Wednesday, July 3, 2013

That Second Look at Your First Draft

As I write this post, I am four days away from my self-set deadline for a first draft. I will make it. In honour of this yet-to-be-completed-but-will-be-damn-it accomplishment, I've written a post about the next step in the road toward publication. I'm hoping that reminding myself of past horrors will prepare me for taking this step again. After all, picking up any manuscript after its necessary absence from everyday sight is a brave act. One knows it isn't perfect. One knows there will be language to tighten or heighten, but then there are the errors that makes one wonder why one doesn't fall down more.

So here, (in no particular order...) are some of my past discoveries:

The main character's height changed.
He started off very tall and lost about 6 inches somewhere in the last third of the plot. I tried to logic out that he lost the height because he was tired and wanted the damn thing to end, but then I realized that that was me, not him.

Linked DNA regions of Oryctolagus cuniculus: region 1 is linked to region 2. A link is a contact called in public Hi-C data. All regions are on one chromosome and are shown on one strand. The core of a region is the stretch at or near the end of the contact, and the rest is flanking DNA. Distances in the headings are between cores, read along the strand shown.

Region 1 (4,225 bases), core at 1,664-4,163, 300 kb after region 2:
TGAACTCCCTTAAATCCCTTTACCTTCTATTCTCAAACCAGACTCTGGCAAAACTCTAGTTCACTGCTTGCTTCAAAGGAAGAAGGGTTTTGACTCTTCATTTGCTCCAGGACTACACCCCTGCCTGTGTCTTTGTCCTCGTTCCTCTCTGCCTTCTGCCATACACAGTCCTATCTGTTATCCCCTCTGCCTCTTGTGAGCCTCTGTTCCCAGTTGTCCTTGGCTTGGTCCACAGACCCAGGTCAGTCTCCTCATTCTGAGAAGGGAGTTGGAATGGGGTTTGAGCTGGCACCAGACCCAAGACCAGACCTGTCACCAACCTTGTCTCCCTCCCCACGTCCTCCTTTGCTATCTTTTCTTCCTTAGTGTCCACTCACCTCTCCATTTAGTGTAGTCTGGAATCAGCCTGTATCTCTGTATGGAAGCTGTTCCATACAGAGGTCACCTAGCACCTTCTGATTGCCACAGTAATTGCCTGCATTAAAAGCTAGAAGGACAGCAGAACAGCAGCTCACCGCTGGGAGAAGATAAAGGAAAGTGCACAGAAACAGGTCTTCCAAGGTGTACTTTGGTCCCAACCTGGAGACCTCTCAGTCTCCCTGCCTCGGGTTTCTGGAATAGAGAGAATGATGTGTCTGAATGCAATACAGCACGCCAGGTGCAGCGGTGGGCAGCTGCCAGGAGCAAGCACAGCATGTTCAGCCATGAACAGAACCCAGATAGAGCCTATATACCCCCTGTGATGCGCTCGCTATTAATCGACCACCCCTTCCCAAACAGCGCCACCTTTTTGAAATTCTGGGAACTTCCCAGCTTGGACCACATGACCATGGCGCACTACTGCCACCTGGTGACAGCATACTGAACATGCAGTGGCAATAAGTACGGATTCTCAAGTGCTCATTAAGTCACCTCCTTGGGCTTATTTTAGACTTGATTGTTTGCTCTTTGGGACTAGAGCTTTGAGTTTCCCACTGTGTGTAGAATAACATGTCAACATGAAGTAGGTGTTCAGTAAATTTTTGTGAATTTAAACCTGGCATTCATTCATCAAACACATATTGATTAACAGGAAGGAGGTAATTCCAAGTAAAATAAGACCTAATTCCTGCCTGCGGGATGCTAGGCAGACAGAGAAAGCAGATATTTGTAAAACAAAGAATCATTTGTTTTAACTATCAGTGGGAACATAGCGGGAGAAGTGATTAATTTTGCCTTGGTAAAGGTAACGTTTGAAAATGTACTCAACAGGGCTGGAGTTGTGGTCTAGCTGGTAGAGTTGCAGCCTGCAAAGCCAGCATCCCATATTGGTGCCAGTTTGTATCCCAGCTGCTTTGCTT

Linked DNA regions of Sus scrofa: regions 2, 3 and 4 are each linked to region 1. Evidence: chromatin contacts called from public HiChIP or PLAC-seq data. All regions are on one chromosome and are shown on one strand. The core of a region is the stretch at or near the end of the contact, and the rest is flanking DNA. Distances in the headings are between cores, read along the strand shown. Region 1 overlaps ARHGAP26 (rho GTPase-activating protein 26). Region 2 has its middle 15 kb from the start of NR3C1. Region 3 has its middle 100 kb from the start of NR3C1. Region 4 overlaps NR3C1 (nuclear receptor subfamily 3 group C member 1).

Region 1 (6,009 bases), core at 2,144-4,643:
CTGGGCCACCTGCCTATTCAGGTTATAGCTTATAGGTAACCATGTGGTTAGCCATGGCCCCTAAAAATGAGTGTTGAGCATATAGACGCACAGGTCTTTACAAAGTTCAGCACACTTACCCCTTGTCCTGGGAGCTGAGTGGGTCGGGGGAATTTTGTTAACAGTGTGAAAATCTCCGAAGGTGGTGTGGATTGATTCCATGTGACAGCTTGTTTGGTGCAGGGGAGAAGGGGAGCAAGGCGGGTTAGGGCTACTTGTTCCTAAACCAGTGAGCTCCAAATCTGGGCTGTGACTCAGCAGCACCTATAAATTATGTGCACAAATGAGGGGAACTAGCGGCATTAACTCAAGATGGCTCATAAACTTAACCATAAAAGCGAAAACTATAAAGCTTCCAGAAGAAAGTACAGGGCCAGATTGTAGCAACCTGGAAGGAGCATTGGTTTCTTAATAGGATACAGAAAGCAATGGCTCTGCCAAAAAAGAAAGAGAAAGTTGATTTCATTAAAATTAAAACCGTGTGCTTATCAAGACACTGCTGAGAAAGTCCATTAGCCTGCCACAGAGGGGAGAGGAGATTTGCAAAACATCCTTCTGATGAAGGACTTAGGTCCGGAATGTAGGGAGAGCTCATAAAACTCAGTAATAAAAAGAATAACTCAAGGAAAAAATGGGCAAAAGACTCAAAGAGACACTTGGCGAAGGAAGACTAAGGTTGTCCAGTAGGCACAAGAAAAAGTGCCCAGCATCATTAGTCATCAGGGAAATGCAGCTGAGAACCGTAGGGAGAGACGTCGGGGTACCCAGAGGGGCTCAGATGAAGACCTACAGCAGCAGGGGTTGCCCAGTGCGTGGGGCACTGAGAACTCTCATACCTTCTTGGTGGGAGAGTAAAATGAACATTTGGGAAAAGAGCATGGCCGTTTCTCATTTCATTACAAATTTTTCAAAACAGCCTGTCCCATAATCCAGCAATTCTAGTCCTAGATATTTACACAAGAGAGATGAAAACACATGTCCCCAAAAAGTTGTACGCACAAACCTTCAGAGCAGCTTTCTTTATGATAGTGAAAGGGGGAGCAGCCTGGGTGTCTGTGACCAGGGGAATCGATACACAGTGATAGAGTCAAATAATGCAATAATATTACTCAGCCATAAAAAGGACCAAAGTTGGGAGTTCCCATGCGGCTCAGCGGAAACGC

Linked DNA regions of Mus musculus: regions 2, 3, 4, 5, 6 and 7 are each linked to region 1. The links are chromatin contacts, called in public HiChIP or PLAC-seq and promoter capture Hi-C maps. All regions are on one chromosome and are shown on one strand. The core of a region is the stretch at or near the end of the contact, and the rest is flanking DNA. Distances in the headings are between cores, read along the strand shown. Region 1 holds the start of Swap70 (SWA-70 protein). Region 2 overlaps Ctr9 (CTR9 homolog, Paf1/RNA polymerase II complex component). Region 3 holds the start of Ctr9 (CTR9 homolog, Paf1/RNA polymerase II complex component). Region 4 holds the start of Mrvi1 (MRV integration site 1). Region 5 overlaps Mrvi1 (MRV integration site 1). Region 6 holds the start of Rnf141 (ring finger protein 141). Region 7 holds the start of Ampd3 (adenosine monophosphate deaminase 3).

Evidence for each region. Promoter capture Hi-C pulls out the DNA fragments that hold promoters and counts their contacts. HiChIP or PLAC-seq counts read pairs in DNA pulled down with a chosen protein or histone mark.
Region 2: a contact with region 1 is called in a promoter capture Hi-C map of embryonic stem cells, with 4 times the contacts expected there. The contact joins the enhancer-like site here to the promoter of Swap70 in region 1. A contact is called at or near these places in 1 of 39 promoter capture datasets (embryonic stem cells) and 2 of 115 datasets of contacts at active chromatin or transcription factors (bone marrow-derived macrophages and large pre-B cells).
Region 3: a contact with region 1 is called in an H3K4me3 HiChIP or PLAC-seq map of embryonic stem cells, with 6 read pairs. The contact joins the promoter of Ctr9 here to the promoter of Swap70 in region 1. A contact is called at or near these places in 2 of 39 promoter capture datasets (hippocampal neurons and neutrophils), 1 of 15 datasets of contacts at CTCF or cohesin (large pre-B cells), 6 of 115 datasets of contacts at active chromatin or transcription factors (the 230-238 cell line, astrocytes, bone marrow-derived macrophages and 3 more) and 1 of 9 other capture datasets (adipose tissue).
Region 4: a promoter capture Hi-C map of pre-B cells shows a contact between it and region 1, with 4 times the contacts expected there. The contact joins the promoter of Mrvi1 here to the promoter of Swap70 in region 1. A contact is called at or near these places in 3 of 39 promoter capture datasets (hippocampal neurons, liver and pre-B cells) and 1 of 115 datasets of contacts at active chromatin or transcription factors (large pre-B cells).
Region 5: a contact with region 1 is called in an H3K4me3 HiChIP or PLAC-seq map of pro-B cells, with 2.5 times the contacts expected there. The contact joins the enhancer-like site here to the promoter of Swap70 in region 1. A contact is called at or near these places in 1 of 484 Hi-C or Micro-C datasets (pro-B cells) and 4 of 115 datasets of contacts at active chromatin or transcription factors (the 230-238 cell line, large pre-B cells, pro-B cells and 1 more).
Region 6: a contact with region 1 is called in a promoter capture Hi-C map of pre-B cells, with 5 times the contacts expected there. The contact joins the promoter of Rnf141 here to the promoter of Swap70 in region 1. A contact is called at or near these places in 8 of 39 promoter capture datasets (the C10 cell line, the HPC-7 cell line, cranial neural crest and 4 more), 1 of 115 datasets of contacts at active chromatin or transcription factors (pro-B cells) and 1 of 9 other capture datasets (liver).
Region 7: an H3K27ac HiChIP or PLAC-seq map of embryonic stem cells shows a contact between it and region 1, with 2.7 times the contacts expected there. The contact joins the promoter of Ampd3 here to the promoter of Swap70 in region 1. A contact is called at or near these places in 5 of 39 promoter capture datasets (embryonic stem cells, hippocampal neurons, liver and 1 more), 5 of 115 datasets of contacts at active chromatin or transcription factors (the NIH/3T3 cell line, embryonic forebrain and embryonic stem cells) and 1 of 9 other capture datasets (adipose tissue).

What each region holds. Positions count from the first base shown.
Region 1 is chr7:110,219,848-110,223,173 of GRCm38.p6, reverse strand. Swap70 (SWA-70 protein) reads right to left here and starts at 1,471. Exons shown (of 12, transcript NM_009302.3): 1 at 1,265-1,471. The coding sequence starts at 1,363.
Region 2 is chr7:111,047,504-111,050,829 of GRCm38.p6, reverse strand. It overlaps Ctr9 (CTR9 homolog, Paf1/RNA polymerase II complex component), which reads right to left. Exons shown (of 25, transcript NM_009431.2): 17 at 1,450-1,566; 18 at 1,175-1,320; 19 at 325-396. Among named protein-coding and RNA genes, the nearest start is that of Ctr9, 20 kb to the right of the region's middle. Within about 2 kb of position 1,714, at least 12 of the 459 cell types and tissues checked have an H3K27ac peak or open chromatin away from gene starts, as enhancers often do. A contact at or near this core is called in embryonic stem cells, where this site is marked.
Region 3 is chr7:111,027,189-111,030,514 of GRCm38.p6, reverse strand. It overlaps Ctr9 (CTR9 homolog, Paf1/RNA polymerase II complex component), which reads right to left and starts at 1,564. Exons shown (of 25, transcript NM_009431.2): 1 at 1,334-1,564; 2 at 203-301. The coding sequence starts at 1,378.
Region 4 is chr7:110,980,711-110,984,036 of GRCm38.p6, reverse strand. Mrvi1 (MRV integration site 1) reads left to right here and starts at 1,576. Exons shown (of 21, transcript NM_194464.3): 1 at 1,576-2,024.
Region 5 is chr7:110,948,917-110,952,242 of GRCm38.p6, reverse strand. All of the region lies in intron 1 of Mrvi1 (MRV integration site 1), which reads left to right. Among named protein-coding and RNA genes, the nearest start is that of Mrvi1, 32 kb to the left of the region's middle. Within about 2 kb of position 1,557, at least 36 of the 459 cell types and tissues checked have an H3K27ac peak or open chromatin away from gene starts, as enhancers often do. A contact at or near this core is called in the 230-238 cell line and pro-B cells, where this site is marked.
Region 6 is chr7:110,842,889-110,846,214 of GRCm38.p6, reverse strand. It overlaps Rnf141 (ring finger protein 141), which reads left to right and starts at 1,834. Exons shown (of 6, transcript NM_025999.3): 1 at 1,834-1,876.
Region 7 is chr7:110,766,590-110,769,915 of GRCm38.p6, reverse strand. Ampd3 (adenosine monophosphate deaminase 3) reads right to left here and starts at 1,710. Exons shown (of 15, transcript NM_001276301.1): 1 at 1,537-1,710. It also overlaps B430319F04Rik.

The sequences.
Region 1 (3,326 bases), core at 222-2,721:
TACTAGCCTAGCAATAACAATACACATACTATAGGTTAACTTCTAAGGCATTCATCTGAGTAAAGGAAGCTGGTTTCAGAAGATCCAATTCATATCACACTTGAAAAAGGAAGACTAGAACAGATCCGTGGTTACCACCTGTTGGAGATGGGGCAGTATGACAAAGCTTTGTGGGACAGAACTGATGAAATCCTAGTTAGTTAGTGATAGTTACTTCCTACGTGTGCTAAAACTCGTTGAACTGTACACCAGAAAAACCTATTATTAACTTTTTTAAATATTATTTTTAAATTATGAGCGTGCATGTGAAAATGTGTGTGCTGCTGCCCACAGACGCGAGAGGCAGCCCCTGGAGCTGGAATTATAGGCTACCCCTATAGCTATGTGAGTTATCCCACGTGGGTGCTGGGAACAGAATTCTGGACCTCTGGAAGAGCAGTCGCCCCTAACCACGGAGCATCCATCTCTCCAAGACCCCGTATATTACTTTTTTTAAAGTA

I intended to drop a small but vital clue early in the story.
Intended is the operative word in the previous sentence. It was supposed to be one of those 'when you reread the story after reading the conclusion you are amazed at the author's craftiness' moments. Yeah. Truly tricky to pull off this moment when the clue's NOT THERE.

Inconsistent character names.
Yes, I knew about 'Search and Replace'. I used 'Search and Replace' many times. I have no explanation.

Rooms changed locations.
Unfortunately I was not writing about a magic house. Floor plan drawing ensued.

A character having favourite phrases.
I thought it would be endearing. I erred.

A wise character who never made a mistake.
I discovered this resulted in a character I yearned to hit over the head with a cast iron skillet - or trip as he was walking down a hall. I leant towards the former.

The rhythm of characters' dialogue changing during one scene.